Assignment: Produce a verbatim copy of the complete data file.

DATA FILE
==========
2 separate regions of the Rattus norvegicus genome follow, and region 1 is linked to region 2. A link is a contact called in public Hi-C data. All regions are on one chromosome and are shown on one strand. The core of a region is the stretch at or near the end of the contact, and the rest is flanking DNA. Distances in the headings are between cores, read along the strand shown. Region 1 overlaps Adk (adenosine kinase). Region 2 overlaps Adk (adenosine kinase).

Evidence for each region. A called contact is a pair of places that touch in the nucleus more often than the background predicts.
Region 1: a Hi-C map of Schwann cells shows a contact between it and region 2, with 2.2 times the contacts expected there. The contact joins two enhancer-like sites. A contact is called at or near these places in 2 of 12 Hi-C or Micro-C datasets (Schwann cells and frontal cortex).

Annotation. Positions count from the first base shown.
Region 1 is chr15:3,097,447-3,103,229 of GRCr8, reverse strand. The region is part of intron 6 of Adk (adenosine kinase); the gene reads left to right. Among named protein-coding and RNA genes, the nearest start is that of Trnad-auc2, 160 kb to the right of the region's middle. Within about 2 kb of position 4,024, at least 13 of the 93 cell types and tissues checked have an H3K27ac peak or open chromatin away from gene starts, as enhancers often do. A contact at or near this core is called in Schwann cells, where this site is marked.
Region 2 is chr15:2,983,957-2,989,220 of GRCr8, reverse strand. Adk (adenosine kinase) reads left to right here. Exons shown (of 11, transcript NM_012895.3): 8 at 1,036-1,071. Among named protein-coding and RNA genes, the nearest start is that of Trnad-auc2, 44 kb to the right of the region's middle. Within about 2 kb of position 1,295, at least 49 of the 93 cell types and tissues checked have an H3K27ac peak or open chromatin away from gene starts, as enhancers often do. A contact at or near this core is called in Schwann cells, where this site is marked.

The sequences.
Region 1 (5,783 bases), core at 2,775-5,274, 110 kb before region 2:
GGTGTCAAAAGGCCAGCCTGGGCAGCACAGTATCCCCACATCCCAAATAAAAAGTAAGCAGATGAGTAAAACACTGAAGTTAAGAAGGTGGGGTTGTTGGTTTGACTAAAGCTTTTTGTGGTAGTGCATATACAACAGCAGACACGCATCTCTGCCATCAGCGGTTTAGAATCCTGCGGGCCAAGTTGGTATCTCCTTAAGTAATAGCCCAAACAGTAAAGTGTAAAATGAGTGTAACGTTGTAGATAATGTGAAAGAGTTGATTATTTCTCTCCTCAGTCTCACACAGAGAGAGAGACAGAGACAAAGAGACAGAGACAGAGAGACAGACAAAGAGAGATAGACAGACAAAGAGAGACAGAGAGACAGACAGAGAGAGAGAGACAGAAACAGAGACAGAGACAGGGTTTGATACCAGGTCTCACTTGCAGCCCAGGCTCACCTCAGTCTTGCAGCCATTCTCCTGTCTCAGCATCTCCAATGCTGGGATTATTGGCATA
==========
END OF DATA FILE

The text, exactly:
2 separate regions of the Rattus norvegicus genome follow, and region 1 is linked to region 2. A link is a contact called in public Hi-C data. All regions are on one chromosome and are shown on one strand. The core of a region is the stretch at or near the end of the contact, and the rest is flanking DNA. Distances in the headings are between cores, read along the strand shown. Region 1 overlaps Adk (adenosine kinase). Region 2 overlaps Adk (adenosine kinase).

Evidence for each region. A called contact is a pair of places that touch in the nucleus more often than the background predicts.
Region 1: a Hi-C map of Schwann cells shows a contact between it and region 2, with 2.2 times the contacts expected there. The contact joins two enhancer-like sites. A contact is called at or near these places in 2 of 12 Hi-C or Micro-C datasets (Schwann cells and frontal cortex).

Annotation. Positions count from the first base shown.
Region 1 is chr15:3,097,447-3,103,229 of GRCr8, reverse strand. The region is part of intron 6 of Adk (adenosine kinase); the gene reads left to right. Among named protein-coding and RNA genes, the nearest start is that of Trnad-auc2, 160 kb to the right of the region's middle. Within about 2 kb of position 4,024, at least 13 of the 93 cell types and tissues checked have an H3K27ac peak or open chromatin away from gene starts, as enhancers often do. A contact at or near this core is called in Schwann cells, where this site is marked.
Region 2 is chr15:2,983,957-2,989,220 of GRCr8, reverse strand. Adk (adenosine kinase) reads left to right here. Exons shown (of 11, transcript NM_012895.3): 8 at 1,036-1,071. Among named protein-coding and RNA genes, the nearest start is that of Trnad-auc2, 44 kb to the right of the region's middle. Within about 2 kb of position 1,295, at least 49 of the 93 cell types and tissues checked have an H3K27ac peak or open chromatin away from gene starts, as enhancers often do. A contact at or near this core is called in Schwann cells, where this site is marked.

The sequences.
Region 1 (5,783 bases), core at 2,775-5,274, 110 kb before region 2:
GGTGTCAAAAGGCCAGCCTGGGCAGCACAGTATCCCCACATCCCAAATAAAAAGTAAGCAGATGAGTAAAACACTGAAGTTAAGAAGGTGGGGTTGTTGGTTTGACTAAAGCTTTTTGTGGTAGTGCATATACAACAGCAGACACGCATCTCTGCCATCAGCGGTTTAGAATCCTGCGGGCCAAGTTGGTATCTCCTTAAGTAATAGCCCAAACAGTAAAGTGTAAAATGAGTGTAACGTTGTAGATAATGTGAAAGAGTTGATTATTTCTCTCCTCAGTCTCACACAGAGAGAGAGACAGAGACAAAGAGACAGAGACAGAGAGACAGACAAAGAGAGATAGACAGACAAAGAGAGACAGAGAGACAGACAGAGAGAGAGAGACAGAAACAGAGACAGAGACAGGGTTTGATACCAGGTCTCACTTGCAGCCCAGGCTCACCTCAGTCTTGCAGCCATTCTCCTGTCTCAGCATCTCCAATGCTGGGATTATTGGCATA